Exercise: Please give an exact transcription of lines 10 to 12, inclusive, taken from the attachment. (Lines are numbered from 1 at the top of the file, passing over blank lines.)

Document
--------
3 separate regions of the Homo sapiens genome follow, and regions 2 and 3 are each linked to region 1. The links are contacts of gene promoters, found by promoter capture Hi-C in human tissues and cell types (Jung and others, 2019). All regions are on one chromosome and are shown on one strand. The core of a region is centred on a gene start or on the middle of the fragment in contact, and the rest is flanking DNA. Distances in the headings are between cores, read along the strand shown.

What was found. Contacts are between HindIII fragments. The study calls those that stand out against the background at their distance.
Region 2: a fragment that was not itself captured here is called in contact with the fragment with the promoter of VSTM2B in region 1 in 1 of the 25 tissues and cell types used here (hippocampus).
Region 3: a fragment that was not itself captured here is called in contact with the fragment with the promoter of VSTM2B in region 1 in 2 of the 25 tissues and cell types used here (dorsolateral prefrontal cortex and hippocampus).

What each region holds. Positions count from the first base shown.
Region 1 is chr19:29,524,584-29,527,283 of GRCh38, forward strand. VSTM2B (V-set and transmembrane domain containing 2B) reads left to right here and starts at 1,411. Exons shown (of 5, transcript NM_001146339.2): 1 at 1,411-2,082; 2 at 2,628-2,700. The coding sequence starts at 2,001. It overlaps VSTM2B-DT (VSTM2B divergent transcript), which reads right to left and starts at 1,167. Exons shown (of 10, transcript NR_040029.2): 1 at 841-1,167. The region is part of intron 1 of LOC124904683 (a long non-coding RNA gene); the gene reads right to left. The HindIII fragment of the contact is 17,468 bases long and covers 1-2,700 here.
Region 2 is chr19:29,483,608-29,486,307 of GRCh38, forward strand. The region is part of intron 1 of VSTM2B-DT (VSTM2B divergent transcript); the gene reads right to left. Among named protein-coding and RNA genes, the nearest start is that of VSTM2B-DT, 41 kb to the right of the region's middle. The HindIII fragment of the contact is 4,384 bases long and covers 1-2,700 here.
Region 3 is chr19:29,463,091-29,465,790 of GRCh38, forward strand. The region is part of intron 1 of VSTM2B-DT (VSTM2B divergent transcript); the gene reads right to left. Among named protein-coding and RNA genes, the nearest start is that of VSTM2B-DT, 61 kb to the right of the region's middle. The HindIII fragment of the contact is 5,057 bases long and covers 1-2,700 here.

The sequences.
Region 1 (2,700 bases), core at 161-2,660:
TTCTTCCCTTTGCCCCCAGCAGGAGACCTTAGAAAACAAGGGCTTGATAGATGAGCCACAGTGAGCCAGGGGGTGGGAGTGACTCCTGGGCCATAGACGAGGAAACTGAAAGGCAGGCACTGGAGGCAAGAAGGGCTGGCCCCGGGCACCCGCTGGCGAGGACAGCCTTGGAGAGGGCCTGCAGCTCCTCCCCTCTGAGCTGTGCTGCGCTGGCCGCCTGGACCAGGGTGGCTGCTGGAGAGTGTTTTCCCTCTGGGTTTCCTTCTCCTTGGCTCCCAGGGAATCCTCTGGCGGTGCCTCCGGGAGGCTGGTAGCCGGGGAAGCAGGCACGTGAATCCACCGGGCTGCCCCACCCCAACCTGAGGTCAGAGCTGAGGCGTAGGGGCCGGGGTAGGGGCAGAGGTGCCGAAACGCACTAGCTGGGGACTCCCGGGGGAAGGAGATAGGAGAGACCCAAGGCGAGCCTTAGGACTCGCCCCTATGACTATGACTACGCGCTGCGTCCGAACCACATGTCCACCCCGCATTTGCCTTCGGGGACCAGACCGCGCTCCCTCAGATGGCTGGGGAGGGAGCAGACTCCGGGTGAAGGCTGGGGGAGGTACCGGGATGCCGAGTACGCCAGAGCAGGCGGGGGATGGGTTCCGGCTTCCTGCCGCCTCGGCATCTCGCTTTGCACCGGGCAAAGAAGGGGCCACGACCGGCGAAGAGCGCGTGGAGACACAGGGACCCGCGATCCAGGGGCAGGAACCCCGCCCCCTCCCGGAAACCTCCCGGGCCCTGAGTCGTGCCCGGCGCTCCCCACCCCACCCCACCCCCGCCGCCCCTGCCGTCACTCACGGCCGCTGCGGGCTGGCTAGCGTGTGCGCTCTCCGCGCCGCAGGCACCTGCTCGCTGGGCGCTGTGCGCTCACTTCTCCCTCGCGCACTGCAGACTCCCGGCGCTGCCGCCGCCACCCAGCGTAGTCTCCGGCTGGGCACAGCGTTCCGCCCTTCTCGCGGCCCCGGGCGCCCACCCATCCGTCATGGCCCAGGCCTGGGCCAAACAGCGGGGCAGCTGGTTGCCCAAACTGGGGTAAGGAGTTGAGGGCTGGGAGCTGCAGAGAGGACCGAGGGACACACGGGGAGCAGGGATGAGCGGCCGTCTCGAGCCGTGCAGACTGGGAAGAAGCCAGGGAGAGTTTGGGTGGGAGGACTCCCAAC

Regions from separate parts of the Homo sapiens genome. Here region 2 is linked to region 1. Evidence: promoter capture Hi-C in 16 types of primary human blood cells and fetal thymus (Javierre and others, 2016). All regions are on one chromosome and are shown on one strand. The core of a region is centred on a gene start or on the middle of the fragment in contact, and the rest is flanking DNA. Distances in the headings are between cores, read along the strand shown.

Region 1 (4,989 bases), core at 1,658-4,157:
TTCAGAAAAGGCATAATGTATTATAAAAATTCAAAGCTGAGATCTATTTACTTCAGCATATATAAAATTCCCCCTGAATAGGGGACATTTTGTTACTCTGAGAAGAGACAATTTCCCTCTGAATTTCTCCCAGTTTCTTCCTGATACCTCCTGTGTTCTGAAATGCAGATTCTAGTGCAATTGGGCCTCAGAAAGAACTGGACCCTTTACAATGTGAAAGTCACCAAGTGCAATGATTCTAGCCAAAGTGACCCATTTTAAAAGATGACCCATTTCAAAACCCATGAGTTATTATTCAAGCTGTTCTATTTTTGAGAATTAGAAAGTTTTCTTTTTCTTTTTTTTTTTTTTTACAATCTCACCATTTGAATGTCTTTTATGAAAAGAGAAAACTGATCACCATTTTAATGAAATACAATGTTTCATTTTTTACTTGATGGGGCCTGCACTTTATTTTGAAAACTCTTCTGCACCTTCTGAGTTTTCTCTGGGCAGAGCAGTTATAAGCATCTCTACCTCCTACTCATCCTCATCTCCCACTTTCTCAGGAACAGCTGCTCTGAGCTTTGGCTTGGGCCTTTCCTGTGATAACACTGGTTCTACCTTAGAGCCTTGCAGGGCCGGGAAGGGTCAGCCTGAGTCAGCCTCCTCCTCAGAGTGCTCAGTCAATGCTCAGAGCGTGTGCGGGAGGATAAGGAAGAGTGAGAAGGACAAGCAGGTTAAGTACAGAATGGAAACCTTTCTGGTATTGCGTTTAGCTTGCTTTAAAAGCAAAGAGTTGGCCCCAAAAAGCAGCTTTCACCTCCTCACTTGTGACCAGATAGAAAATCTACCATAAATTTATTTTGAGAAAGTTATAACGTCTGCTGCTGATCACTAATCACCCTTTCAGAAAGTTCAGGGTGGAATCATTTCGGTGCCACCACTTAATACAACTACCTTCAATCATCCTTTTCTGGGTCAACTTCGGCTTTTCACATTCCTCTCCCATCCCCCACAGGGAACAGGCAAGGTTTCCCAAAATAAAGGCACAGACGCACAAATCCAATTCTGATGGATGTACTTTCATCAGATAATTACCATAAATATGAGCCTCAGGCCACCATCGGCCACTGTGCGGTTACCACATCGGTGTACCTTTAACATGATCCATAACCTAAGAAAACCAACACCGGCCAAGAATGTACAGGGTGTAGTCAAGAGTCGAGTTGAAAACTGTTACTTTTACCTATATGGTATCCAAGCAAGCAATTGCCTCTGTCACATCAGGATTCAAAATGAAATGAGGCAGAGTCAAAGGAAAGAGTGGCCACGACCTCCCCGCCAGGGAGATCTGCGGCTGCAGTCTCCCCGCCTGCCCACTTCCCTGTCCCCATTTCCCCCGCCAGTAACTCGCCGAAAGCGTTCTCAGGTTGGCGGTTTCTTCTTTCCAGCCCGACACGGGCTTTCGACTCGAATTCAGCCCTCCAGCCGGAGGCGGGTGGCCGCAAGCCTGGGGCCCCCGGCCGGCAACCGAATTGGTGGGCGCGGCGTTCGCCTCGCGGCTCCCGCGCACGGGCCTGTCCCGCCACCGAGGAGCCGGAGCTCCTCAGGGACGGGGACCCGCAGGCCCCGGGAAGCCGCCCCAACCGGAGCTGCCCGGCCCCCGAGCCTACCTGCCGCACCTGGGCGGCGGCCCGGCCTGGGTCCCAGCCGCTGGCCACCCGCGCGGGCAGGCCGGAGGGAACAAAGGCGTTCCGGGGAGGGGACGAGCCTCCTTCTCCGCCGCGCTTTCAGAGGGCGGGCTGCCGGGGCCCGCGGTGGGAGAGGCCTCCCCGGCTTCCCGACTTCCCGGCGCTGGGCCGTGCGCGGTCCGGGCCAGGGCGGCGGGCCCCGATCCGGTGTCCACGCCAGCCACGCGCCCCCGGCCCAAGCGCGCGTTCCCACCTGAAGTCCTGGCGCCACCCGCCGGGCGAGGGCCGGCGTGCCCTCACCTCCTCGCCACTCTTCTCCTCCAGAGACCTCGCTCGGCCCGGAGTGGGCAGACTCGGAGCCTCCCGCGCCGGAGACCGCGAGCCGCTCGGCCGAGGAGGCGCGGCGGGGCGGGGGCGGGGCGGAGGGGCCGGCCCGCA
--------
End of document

Region 1 (2,700 bases), core at 161-2,660:
TTCTTCCCTTTGCCCCCAGCAGGAGACCTTAGAAAACAAGGGCTTGATAGATGAGCCACAGTGAGCCAGGGGGTGGGAGTGACTCCTGGGCCATAGACGAGGAAACTGAAAGGCAGGCACTGGAGGCAAGAAGGGCTGGCCCCGGGCACCCGCTGGCGAGGACAGCCTTGGAGAGGGCCTGCAGCTCCTCCCCTCTGAGCTGTGCTGCGCTGGCCGCCTGGACCAGGGTGGCTGCTGGAGAGTGTTTTCCCTCTGGGTTTCCTTCTCCTTGGCTCCCAGGGAATCCTCTGGCGGTGCCTCCGGGAGGCTGGTAGCCGGGGAAGCAGGCACGTGAATCCACCGGGCTGCCCCACCCCAACCTGAGGTCAGAGCTGAGGCGTAGGGGCCGGGGTAGGGGCAGAGGTGCCGAAACGCACTAGCTGGGGACTCCCGGGGGAAGGAGATAGGAGAGACCCAAGGCGAGCCTTAGGACTCGCCCCTATGACTATGACTACGCGCTGCGTCCGAACCACATGTCCACCCCGCATTTGCCTTCGGGGACCAGACCGCGCTCCCTCAGATGGCTGGGGAGGGAGCAGACTCCGGGTGAAGGCTGGGGGAGGTACCGGGATGCCGAGTACGCCAGAGCAGGCGGGGGATGGGTTCCGGCTTCCTGCCGCCTCGGCATCTCGCTTTGCACCGGGCAAAGAAGGGGCCACGACCGGCGAAGAGCGCGTGGAGACACAGGGACCCGCGATCCAGGGGCAGGAACCCCGCCCCCTCCCGGAAACCTCCCGGGCCCTGAGTCGTGCCCGGCGCTCCCCACCCCACCCCACCCCCGCCGCCCCTGCCGTCACTCACGGCCGCTGCGGGCTGGCTAGCGTGTGCGCTCTCCGCGCCGCAGGCACCTGCTCGCTGGGCGCTGTGCGCTCACTTCTCCCTCGCGCACTGCAGACTCCCGGCGCTGCCGCCGCCACCCAGCGTAGTCTCCGGCTGGGCACAGCGTTCCGCCCTTCTCGCGGCCCCGGGCGCCCACCCATCCGTCATGGCCCAGGCCTGGGCCAAACAGCGGGGCAGCTGGTTGCCCAAACTGGGGTAAGGAGTTGAGGGCTGGGAGCTGCAGAGAGGACCGAGGGACACACGGGGAGCAGGGATGAGCGGCCGTCTCGAGCCGTGCAGACTGGGAAGAAGCCAGGGAGAGTTTGGGTGGGAGGACTCCCAAC

Regions from separate parts of the Homo sapiens genome. Here region 2 is linked to region 1. Evidence: promoter capture Hi-C in 16 types of primary human blood cells and fetal thymus (Javierre and others, 2016). All regions are on one chromosome and are shown on one strand. The core of a region is centred on a gene start or on the middle of the fragment in contact, and the rest is flanking DNA. Distances in the headings are between cores, read along the strand shown.